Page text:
We use our shoulders a lot throughout the day. Whether it’s during simple activities such as typing on our computer or phone, shrugging, or doing more manually demanding tasks like carrying groceries, working out, doing farm work, or reaching up on a shelf – shoulders are an important part of everyday activities. With this in mind, poor shoulder mobility can put a real damper on your day-to-day life. Not to mention that it can be a bit inconvenient, it is also quite uncomfortable and over time can become incredibly painful. Listed below are shoulder mobility exercises to help you prevent this condition by keeping this part of the body strong and as healthy as it can be.
What Do Shoulder Mobility Exercises Do?
So, what are the benefits of mobility exercises? Are they that important or can you skip them the next time you are at the gym?
Increased Range Of Motion
The biggest benefit of any mobility exercise is its increased range of motion. Unlike flexibility, which helps you reach or stretch further, range of motion helps your joints – not just the muscles – complete any specific movement.
For instance, you are able to easily roll your shoulder on either side, reach up, or extend your arm sideways without any sudden pain, discomfort, or tightness in the shoulders.
While joints may not be the main thing we use in lifting, a stiff joint could lead to muscle injury. When your joint is unable to fully complete a range of motion, this adds extra pressure to the muscle, which could lead to straining or worse (3, 4).
Enhance Strength And Physical Performance
The smoother your joints and muscles movements are, the more you are able to move; hence, the stronger you can get at the gym and the more impressive your lifts can get. People who do mobility exercises can jump higher, squat deeper, and lift heavier.
What Causes Lack Of Shoulder Mobility?
Shoulder tension and immobility are often caused by lifestyle factors, which include:
It may not seem like enough reason, but chronic stress is one of the major factors leading to reduced mobility, including shoulder immobility. One study published in 2014 revealed that people who suffered from chronic stress had a 30 to 70 percent more chance of suffering from immobility later in life (7).
According to the National Institutes of Health newsletter, poor posture not only decreases your flexibility but also affects how well your joints move as well as your balance (2). Bending forward or hunching a lot, while texting, typing on your computer, or simply scrolling social media could lead to shoulder immobility.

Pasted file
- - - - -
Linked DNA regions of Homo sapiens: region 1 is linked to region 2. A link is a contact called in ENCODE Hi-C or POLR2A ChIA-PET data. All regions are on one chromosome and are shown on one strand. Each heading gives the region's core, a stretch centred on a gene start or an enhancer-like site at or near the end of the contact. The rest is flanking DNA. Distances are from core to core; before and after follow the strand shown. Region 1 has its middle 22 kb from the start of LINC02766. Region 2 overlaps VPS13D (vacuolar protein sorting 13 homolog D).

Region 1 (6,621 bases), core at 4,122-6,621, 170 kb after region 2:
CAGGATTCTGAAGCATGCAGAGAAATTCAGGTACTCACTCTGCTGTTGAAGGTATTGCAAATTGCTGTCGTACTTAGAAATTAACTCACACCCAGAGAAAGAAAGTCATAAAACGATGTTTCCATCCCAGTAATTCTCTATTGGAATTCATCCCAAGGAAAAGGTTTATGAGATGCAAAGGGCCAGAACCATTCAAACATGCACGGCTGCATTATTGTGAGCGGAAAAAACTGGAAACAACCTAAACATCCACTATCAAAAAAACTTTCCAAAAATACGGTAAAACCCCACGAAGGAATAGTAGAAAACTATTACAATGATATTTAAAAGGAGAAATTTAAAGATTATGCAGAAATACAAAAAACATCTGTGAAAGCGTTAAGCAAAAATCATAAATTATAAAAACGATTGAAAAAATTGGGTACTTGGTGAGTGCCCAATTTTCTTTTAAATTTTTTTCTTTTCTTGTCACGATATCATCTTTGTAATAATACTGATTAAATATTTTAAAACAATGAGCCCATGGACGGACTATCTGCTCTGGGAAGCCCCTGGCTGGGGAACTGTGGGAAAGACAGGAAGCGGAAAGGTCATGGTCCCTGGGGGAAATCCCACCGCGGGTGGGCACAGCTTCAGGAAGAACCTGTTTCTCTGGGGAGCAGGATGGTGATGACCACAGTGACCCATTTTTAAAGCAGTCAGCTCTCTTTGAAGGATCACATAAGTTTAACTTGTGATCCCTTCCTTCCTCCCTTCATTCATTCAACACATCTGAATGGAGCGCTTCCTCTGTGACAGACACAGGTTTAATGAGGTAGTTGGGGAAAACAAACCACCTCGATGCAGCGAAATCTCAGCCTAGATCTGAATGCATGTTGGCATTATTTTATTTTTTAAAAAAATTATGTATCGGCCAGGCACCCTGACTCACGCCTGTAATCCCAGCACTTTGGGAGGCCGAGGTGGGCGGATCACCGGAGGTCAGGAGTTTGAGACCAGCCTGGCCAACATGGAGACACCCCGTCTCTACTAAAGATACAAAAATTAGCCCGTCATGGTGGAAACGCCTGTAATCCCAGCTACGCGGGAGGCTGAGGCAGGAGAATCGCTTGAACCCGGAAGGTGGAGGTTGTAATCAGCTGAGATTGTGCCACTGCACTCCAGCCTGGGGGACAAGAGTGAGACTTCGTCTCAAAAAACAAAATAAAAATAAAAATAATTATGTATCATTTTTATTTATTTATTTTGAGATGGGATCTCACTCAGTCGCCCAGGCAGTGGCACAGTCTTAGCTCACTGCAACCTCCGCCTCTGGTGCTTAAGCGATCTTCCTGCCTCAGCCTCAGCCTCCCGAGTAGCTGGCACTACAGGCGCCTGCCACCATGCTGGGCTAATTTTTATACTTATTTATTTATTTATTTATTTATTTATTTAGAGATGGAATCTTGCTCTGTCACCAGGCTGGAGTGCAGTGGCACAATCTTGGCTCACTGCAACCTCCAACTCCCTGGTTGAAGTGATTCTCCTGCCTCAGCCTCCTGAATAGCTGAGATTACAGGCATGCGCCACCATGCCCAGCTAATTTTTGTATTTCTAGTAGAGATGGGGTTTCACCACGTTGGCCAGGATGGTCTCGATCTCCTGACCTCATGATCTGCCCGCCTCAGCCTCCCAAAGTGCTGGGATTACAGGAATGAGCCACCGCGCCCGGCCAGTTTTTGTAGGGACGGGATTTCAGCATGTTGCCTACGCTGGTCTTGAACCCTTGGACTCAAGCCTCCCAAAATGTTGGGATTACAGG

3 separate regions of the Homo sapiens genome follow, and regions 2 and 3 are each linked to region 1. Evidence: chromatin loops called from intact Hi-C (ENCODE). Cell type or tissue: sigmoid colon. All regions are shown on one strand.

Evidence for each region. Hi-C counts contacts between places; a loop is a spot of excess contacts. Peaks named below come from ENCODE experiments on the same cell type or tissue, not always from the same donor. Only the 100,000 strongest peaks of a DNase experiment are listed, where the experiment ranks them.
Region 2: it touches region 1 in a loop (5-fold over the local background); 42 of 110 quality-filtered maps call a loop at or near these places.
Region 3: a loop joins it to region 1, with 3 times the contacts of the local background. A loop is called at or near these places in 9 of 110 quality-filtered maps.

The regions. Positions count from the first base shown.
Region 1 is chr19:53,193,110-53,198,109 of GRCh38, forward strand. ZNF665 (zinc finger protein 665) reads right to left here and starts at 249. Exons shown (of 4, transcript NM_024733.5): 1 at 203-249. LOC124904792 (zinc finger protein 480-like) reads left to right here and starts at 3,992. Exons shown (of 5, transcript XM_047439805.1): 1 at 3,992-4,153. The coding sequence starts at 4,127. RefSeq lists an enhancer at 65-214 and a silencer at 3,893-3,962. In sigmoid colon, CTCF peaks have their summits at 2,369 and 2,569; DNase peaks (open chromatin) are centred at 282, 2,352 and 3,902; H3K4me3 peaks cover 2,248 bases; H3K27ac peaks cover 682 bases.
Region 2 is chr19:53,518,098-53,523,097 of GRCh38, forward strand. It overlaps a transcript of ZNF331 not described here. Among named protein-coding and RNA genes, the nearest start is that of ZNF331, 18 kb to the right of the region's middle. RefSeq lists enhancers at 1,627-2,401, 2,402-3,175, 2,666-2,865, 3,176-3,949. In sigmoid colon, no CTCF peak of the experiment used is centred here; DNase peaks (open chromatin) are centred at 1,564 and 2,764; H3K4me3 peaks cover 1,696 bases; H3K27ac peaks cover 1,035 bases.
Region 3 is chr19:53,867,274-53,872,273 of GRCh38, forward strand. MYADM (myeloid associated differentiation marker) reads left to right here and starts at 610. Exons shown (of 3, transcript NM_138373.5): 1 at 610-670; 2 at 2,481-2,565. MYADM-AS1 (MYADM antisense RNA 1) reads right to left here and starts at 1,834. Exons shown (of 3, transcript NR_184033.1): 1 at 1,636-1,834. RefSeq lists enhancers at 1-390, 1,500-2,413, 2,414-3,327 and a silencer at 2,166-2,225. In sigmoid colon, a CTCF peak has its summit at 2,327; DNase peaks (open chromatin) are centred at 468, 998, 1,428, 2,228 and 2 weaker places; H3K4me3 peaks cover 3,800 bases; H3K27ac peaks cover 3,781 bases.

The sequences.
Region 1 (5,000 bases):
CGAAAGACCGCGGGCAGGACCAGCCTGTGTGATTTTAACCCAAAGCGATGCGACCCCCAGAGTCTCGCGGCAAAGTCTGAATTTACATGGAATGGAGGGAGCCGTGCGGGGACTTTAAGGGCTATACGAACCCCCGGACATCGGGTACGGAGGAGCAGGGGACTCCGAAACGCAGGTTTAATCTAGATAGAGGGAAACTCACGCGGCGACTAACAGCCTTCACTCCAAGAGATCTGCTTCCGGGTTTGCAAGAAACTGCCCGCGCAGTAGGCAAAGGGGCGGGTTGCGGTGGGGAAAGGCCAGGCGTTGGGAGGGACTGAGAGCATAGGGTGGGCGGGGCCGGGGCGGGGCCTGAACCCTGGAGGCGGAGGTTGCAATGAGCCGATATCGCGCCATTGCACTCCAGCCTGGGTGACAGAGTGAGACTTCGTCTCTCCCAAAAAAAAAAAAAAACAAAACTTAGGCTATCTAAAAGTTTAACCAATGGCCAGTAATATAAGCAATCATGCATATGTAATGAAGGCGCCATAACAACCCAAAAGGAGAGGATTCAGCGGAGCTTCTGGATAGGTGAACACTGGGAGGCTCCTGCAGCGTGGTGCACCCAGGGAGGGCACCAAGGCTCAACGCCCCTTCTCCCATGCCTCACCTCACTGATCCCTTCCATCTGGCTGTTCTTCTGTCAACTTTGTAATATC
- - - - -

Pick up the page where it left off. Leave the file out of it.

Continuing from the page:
Excessive Training Or Stretching
Everything including working out and stretching requires moderation. If you do it too much it could lead to straining your joints or muscles.
Lack Of Exercise
It can also lead to poor shoulder mobility, so make sure to exercise regularly!
Shoulder Stretches To Help With Mobility
Having shoulder mobility exercises as part of your workout routine is a great way to not only work on the mobility of this area but also on the definition of the muscles found there. However, before attempting any frozen shoulder exercises, it is important to stretch first.
These shoulder stretches can be used as a warmup, which according to multiple studies, has multiple benefits including improving circulation (especially to the muscles), raising your body temperature, increasing joint lubrication (which prevents injury to them), mobilizing joints, lengthening muscles, and much more (1, 5, 6).
Some upper body stretches that you should do before attempting any of the exercises are:
The Cross Arm Stretch
- Stand straight with your arms at your side and feet apart, about shoulder-width apart, or slightly narrower.
- With your shoulders relaxed (they are not pulled up all the way to your ears), stretch the right hand across your body at chest level towards the left side of your body.
- Place your left hand on your right elbow and push the arm in towards your chest.
- Hold this position for 30 seconds, then slowly release allowing both arms to go back to starting position.
- Switch to the other hand and repeat this process.
- Stand tall with your straight spine and core engaged.
- Relax your arms, breathe, and shrug your shoulders up toward your ears.
- Push the shoulders back and with that motion roll them down and forward, ending back at the start position.
- Keep rolling the shoulders like this for about 30 seconds.
- Stop and then repeat this motion in the other direction.
Thread The Needle
This stretch is said to help relieve neck and shoulder pain, mobilize your upper back, stretch the shoulders, and ultimately relax you.
- Begin by getting on all fours on a soft but firm surface– a yoga or gym mat would do.